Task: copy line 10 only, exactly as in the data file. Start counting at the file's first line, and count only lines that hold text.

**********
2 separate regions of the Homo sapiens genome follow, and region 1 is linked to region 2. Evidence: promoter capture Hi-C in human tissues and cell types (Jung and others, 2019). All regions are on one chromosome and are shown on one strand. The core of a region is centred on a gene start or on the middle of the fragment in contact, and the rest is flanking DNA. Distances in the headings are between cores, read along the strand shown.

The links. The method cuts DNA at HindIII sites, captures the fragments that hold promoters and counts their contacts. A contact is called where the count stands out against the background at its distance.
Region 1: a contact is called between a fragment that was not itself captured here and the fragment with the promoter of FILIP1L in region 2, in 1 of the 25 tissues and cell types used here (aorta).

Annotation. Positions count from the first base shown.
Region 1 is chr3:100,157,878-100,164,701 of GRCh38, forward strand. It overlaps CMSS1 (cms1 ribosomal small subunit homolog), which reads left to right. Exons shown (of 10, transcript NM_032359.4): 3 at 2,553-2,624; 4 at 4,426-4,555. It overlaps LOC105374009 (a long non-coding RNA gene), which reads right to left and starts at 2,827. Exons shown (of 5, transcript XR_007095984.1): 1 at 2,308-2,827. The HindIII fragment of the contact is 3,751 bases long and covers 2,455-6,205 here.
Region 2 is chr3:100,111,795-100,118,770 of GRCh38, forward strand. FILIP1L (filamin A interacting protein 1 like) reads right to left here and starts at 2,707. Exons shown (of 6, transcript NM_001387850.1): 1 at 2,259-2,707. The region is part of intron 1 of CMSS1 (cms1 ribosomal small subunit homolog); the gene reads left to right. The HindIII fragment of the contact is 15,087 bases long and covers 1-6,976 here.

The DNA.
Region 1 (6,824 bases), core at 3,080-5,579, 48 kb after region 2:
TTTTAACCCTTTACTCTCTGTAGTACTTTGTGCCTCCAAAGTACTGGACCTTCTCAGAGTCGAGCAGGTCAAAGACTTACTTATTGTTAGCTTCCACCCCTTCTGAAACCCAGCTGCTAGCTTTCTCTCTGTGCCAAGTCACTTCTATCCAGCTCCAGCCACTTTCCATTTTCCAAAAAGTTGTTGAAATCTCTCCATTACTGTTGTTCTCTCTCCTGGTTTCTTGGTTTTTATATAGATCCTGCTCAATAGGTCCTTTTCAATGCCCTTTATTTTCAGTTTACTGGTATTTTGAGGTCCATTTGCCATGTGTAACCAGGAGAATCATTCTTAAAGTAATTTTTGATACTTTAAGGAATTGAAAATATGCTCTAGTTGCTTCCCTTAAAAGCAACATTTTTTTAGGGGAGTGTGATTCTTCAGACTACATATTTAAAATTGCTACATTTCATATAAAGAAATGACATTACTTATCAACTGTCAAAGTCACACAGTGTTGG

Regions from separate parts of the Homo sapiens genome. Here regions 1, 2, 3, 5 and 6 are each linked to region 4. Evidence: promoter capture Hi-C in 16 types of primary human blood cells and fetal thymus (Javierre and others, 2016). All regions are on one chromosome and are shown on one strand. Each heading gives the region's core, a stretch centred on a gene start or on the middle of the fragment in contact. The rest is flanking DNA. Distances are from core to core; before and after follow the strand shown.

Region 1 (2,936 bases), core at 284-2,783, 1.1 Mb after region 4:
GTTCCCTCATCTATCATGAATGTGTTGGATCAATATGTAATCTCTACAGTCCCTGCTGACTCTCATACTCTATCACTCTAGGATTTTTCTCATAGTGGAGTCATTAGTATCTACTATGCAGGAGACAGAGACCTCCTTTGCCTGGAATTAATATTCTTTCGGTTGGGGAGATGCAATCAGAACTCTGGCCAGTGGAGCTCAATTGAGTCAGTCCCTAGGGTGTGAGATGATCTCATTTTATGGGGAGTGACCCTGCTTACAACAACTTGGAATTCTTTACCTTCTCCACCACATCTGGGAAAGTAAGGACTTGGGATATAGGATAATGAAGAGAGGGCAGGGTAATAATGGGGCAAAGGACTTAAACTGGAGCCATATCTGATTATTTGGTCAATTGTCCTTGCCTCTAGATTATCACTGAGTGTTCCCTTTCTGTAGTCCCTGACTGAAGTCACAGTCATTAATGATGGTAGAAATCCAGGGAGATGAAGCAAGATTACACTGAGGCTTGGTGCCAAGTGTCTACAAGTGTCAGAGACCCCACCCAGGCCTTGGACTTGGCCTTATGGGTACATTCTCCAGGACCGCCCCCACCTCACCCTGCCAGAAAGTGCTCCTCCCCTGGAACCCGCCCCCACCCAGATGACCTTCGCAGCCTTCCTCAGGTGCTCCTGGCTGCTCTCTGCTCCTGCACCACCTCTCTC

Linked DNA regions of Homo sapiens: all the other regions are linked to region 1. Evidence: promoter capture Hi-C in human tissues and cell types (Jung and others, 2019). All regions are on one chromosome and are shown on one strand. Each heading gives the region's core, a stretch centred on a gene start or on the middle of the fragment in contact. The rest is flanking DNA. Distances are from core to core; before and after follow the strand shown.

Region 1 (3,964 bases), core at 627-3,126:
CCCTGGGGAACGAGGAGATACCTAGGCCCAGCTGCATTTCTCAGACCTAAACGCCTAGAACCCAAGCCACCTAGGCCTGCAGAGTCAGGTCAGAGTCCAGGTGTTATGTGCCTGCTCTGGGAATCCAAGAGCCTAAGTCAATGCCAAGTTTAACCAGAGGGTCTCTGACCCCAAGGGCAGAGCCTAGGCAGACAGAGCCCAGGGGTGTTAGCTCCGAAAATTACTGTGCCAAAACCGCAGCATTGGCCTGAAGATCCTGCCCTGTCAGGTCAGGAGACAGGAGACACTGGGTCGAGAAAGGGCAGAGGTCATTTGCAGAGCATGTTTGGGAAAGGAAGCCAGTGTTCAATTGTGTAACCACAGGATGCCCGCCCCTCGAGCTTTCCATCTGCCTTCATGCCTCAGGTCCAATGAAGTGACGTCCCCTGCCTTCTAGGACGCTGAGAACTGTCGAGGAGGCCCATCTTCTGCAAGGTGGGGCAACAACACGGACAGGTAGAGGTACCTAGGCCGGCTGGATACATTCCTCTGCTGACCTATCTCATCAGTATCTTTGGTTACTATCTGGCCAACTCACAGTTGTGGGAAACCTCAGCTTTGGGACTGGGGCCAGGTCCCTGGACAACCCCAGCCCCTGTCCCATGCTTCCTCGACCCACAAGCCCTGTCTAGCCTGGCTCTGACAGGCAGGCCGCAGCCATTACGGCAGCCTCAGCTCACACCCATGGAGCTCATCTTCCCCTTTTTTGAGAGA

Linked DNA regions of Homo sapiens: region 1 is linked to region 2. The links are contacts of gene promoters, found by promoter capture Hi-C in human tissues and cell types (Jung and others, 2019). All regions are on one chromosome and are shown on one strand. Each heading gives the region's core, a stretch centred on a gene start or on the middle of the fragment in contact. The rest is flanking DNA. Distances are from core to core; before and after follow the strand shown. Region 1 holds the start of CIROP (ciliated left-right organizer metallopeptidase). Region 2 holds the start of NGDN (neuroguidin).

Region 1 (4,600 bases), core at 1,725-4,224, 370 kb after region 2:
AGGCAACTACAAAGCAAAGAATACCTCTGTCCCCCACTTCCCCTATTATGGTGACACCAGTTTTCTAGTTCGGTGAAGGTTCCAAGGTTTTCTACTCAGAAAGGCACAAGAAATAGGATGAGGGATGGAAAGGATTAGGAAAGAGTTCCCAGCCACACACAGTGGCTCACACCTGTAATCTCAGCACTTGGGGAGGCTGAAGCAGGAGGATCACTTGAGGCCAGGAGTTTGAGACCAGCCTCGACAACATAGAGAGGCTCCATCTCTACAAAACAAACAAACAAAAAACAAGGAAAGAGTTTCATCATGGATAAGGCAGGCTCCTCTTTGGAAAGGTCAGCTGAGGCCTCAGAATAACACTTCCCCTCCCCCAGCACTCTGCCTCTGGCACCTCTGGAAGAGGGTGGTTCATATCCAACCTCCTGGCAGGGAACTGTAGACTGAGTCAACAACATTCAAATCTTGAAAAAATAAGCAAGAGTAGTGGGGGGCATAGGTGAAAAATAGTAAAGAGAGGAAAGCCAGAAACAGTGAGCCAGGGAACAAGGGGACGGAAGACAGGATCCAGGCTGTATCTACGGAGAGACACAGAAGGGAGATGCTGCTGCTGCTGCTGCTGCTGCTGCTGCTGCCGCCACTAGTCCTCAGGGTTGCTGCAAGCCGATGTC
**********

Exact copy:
Regions from separate parts of the Homo sapiens genome. Here regions 1, 2, 3, 5 and 6 are each linked to region 4. Evidence: promoter capture Hi-C in 16 types of primary human blood cells and fetal thymus (Javierre and others, 2016). All regions are on one chromosome and are shown on one strand. Each heading gives the region's core, a stretch centred on a gene start or on the middle of the fragment in contact. The rest is flanking DNA. Distances are from core to core; before and after follow the strand shown.